Eating meat has been part of the human identity for 2.5 million years, but according to science, what exactly is meat?
What is meat? Our human ancestors have been eating meat for 2 and a half million years, but while you may think meat is the flesh of an animal used as food (as Merriam Webster suggests), for hundreds of years it meant something else.
Until the 14th century, “meat” just meant “food.” In the 1200s, to express that you wanted food, you would just ask for "meat". Even in the Bible, in Genesis 1:30, God says “I have given every green herb for meat and it was so,” causing some modern-day confusion about whether Adam and Eve were in fact vegetarian.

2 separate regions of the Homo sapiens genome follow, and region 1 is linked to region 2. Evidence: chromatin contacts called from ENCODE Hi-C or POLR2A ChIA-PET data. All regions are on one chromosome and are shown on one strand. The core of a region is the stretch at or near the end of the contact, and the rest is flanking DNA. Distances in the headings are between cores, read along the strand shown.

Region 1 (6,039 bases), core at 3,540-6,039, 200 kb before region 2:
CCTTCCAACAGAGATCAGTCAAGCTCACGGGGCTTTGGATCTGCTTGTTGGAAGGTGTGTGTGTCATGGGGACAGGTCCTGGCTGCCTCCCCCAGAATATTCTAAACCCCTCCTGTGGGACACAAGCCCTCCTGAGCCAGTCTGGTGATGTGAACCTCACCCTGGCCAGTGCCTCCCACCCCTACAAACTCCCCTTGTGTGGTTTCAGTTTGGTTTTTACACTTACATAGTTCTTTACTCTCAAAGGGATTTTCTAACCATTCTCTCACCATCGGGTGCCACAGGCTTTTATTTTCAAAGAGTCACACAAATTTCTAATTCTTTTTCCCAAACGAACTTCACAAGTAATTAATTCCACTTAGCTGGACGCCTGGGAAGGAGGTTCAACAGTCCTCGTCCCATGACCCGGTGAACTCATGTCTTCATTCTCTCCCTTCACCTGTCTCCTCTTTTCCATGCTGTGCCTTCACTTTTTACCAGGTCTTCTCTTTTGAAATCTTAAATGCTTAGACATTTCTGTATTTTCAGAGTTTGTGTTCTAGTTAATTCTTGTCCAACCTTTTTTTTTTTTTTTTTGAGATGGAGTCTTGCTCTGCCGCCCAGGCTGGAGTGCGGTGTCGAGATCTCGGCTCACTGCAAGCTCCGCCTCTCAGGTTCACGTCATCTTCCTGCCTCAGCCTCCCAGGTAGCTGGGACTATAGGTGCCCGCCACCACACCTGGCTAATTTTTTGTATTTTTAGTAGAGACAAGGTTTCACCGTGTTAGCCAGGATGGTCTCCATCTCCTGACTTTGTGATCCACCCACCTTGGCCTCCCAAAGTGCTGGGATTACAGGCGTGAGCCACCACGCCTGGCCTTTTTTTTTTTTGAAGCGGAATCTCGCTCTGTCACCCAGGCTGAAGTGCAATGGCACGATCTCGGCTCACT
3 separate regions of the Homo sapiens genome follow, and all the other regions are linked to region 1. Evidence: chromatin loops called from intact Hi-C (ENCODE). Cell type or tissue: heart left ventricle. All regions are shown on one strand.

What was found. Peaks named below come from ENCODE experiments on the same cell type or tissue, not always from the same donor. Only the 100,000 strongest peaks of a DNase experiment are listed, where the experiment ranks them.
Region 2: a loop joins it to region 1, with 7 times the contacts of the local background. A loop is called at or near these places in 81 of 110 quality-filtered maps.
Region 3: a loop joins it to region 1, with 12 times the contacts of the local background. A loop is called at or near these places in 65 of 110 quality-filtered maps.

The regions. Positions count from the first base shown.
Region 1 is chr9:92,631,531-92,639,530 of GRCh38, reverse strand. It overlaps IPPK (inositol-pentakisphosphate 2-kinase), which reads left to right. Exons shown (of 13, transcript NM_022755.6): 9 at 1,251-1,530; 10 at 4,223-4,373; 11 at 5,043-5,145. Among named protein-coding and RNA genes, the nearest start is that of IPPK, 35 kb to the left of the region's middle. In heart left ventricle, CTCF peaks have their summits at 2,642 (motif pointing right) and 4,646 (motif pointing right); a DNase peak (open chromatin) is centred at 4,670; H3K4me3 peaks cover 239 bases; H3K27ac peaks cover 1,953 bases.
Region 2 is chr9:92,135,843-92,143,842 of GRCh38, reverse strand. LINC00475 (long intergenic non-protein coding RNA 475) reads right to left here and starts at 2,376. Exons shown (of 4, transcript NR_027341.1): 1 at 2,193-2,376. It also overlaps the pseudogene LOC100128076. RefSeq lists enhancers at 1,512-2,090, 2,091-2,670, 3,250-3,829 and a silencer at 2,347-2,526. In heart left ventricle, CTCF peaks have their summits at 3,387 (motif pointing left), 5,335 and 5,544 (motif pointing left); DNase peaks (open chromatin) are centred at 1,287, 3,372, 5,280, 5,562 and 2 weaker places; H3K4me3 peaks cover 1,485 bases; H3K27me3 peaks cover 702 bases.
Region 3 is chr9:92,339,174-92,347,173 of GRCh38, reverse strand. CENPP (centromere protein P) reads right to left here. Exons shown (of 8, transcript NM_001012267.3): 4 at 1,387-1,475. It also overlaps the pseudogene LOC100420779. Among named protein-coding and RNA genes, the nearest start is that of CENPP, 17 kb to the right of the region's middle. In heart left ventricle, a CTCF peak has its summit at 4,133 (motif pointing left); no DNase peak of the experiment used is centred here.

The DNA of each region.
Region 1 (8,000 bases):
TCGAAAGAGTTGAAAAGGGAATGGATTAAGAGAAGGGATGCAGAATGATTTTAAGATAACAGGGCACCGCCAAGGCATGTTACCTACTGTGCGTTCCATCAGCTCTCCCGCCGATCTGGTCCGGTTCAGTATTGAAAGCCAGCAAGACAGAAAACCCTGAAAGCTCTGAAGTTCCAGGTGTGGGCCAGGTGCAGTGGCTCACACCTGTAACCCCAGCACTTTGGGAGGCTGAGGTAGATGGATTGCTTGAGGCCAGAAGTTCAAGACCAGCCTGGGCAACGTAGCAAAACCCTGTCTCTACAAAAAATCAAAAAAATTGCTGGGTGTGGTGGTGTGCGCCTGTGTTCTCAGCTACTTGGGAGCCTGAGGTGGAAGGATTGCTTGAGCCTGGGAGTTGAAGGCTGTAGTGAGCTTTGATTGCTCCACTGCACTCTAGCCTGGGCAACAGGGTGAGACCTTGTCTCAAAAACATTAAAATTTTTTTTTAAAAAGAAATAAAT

Eventually, sometime after the 1300s, we decided that meat meant "animal flesh." But what exactly does animal flesh entail? Most would say it’s the muscles, but the American Meat Science Association says otherwise. They stipulate that biochemical reactions at the time of death are what actually turn muscles into meat. Then come the differences between red, white, light and dark meat, which can be explained by biological science.